Sinisa Vukovic

Sinisa Vukovic

Visiting Assistant Professor of Conflict Management
Conflict Management

Rome 415

Background and Education

Dr. Siniša Vuković is Assitant Professor for the Conflict Management Program and Global Policy Program at Johns Hopkins University’s School of Advanced International Studies (SAIS). He also holds visiting professorships at the universities of Amsterdam, Leiden and Nijmegen. He received a PhD (cum laude) in International Relations and Conflict Resolution at Leiden University, an MA (cum laude) in International Relations and Diplomacy from Leiden University and The Netherlands Institute of International Relations "Clingendael", and a BA (laurea) in Political Science from University of Rome "La Sapienza". He is the recipient of many research grants, including “Rubicon” from the Netherlands Organization for Scientific Research (NWO). His research focuses on various forms of international conflict resolution, negotiation and mediation. He has published in journals such as Foreign Affairs, Washington Quarterly, Millennium Journal of International Studies, International Journal of Conflict Management, International Negotiation, Cooperation and Conflict, and Acta Politica, and contributed to several edited volumes with book chapters. His book "International Multiparty Mediation and Conflict Management" (2015) is published by Routledge. He has taught a variety of graduate and undergraduate courses related to the field of conflict management, with a particular focus on the processes of negotiation and mediation.


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Challenges of Cooperation and Coordination (Routledge Studies in Security and Conflict Management)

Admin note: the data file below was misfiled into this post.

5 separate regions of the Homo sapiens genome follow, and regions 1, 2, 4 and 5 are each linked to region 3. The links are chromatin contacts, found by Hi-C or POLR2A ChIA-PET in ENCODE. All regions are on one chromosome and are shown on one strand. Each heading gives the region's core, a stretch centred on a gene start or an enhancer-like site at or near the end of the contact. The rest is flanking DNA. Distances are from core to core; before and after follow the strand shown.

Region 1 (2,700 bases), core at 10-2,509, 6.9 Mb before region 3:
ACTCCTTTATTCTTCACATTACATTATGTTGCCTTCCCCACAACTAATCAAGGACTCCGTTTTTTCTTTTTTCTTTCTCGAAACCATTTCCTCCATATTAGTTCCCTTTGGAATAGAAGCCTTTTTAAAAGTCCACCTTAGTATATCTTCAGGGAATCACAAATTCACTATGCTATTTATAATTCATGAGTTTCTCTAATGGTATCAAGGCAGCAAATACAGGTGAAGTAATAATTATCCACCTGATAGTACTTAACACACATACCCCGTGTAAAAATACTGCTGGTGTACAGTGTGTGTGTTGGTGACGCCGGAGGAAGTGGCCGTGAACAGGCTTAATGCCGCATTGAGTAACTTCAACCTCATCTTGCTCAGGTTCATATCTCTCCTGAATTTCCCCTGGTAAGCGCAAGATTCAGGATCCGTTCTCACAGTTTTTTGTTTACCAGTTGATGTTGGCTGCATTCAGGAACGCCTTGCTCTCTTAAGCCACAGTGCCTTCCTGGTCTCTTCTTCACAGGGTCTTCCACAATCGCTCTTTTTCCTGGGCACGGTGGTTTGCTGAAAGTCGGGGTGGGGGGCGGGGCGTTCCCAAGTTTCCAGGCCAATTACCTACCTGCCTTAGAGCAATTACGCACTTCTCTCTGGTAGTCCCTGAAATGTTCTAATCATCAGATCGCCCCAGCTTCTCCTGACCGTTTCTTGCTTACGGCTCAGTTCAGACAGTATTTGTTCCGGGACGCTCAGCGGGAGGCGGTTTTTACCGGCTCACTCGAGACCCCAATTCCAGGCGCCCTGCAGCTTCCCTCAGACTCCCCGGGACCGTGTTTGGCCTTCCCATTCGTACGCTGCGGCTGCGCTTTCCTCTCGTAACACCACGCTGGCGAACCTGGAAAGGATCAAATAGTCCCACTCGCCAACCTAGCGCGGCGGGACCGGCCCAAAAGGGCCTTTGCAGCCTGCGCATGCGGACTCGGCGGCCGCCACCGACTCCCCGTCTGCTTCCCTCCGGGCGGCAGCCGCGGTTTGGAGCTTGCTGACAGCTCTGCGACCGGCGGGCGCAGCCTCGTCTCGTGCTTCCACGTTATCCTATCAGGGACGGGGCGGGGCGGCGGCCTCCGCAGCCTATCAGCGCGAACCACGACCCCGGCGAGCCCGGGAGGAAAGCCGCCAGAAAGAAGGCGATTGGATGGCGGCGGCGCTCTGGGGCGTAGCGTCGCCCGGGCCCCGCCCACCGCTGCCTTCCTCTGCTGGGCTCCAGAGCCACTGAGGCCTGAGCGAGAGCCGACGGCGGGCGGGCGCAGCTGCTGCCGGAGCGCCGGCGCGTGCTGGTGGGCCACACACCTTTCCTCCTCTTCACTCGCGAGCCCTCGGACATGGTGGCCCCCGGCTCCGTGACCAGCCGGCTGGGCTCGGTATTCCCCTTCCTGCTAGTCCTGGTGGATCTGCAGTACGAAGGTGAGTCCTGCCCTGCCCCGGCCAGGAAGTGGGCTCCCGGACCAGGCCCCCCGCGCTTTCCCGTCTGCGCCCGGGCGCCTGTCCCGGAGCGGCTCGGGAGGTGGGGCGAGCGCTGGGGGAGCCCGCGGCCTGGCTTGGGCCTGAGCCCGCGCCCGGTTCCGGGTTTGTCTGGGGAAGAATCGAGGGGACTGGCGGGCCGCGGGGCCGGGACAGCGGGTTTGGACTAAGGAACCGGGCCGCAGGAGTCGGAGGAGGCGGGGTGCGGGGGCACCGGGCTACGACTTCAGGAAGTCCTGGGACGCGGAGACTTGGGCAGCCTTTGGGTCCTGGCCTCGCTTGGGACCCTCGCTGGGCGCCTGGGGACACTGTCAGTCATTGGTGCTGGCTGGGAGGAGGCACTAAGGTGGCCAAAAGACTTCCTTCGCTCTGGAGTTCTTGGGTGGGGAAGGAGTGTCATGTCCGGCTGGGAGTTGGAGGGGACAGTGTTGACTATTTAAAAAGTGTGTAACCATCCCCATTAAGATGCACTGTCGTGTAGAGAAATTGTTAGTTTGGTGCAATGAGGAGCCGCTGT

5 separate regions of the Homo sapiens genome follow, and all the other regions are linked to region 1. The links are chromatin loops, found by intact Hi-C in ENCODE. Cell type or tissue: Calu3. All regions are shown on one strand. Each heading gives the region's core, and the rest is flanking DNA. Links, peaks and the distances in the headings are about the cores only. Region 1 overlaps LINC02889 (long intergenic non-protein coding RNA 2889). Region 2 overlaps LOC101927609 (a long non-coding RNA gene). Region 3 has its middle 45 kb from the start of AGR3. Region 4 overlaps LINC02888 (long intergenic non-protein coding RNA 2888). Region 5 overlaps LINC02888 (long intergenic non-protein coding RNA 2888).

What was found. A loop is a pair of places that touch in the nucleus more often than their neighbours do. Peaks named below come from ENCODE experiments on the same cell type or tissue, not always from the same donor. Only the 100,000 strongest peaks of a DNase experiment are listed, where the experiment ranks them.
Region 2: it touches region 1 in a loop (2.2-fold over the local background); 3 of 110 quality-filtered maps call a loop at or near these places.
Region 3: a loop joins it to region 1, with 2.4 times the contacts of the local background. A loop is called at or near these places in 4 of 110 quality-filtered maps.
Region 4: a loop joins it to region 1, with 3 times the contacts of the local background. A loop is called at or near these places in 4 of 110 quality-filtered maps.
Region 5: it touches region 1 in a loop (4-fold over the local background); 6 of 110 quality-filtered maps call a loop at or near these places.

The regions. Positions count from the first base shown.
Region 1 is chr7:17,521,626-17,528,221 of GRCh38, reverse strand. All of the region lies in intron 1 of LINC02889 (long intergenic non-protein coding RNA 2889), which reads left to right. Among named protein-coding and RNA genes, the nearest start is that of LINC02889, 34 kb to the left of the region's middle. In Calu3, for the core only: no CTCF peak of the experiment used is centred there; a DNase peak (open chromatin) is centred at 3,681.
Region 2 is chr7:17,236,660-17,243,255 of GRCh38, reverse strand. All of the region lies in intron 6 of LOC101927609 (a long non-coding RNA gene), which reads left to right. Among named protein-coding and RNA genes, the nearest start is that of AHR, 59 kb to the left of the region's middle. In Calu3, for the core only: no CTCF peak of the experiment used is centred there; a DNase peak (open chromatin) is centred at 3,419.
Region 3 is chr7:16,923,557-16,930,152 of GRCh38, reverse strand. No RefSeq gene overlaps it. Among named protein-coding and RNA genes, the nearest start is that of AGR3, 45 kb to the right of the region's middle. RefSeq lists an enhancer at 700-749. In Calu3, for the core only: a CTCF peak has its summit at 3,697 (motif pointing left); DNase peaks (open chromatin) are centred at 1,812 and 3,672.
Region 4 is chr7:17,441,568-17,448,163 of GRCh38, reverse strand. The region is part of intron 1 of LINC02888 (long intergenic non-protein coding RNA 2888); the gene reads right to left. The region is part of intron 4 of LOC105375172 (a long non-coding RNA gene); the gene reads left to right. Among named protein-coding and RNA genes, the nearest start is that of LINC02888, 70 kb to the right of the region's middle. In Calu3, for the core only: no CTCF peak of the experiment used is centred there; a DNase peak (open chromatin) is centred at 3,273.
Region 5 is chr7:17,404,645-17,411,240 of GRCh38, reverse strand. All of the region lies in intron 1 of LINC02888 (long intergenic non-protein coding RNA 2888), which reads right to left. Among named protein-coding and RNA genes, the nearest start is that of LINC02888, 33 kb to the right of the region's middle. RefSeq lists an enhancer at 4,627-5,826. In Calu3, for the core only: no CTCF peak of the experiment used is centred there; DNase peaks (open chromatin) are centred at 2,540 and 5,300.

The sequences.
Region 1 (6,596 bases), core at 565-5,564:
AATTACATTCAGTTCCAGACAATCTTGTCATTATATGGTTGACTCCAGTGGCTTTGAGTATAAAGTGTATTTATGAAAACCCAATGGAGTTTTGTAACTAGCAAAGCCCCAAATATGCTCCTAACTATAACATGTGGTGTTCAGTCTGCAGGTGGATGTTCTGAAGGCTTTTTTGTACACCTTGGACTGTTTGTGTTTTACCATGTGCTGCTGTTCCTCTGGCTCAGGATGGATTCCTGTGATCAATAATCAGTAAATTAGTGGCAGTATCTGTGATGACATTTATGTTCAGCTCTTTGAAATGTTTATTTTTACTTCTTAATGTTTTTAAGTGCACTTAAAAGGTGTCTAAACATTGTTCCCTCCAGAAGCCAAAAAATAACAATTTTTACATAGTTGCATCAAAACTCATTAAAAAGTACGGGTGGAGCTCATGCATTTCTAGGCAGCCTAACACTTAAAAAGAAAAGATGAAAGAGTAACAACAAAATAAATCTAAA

Sinisa VukovicT...

Sinisa Vukovic


This volume aims to provide a detailed explanation of the effects of cooperation and coordination on international multiparty mediation in conflicts.

Contemporary scholarship stresses that the crucial ingredients for a successful multiparty mediation are ‘consistency in interests’ and ‘cooperation and coordination’ between mediators. This book seeks to supplement that understanding by investigating how much the ‘consistency of interests’ and ‘cooperation and coordination’ affect the overall process, and what happens to the mediation process when mediating parties do not share the same idea and interest in finding a common solution. At the same time, it explores the obstacles in achieving coordination and coherence between various mediators in such an environment and how to surmount the problems that multiple mediators face when operating without a ‘common script’ in attempting to mediate a negotiated settlement.

The study investigates three distinct mechanisms (both on the systemic and contextual level) that have the potential to deter defection from a (potential) member of the multiparty mediation coalition: geo-political shifts, changes in the conflict dynamics, and mediators’ ability to bargain for a cooperative relationship. As the number of states and international actors that are involved in mediation increases, a careful assessment is necessary not only of their relative institutional strengths and weaknesses, but also of how to promote complementary efforts and how to synchronize the whole process when one actor is transferring the responsibilities for mediation to others.

This book will be of much interest to students of mediation, conflict management, war and conflict studies, security studies and IR.